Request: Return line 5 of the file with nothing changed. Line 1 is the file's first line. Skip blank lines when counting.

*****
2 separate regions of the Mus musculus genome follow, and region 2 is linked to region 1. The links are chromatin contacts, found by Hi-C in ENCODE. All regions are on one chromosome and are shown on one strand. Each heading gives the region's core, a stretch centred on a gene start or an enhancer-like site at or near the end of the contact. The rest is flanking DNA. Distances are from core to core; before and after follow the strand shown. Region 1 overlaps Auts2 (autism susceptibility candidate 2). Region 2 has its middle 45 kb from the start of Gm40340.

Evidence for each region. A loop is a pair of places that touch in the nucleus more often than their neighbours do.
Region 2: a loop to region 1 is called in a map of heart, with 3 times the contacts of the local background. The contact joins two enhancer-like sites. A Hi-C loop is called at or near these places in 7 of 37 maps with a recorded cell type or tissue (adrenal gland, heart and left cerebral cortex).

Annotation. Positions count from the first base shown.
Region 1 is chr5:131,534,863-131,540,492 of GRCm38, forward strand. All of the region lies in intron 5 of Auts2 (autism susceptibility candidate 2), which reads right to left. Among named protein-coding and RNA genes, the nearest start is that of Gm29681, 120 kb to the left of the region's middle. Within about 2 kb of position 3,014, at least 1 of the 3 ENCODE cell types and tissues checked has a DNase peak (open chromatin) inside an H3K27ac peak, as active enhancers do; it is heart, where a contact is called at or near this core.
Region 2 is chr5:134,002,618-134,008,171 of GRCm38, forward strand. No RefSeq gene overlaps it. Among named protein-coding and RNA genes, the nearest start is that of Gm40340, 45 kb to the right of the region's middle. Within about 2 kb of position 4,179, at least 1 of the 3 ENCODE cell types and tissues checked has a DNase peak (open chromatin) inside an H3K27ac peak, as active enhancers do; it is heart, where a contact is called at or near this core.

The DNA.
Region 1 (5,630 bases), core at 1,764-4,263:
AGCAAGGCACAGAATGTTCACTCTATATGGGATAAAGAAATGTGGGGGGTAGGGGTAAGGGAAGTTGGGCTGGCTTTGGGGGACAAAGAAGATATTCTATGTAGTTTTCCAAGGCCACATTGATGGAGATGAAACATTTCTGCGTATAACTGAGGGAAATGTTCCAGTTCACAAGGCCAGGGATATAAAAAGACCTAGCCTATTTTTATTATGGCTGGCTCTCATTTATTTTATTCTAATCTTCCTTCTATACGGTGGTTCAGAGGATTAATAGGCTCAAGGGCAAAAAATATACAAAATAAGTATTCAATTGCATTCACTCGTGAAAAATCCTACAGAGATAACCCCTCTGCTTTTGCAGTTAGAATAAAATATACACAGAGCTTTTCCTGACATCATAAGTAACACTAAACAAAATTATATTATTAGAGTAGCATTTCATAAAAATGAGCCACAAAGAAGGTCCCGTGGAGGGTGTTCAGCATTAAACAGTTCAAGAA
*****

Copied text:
Region 1 is chr5:131,534,863-131,540,492 of GRCm38, forward strand. All of the region lies in intron 5 of Auts2 (autism susceptibility candidate 2), which reads right to left. Among named protein-coding and RNA genes, the nearest start is that of Gm29681, 120 kb to the left of the region's middle. Within about 2 kb of position 3,014, at least 1 of the 3 ENCODE cell types and tissues checked has a DNase peak (open chromatin) inside an H3K27ac peak, as active enhancers do; it is heart, where a contact is called at or near this core.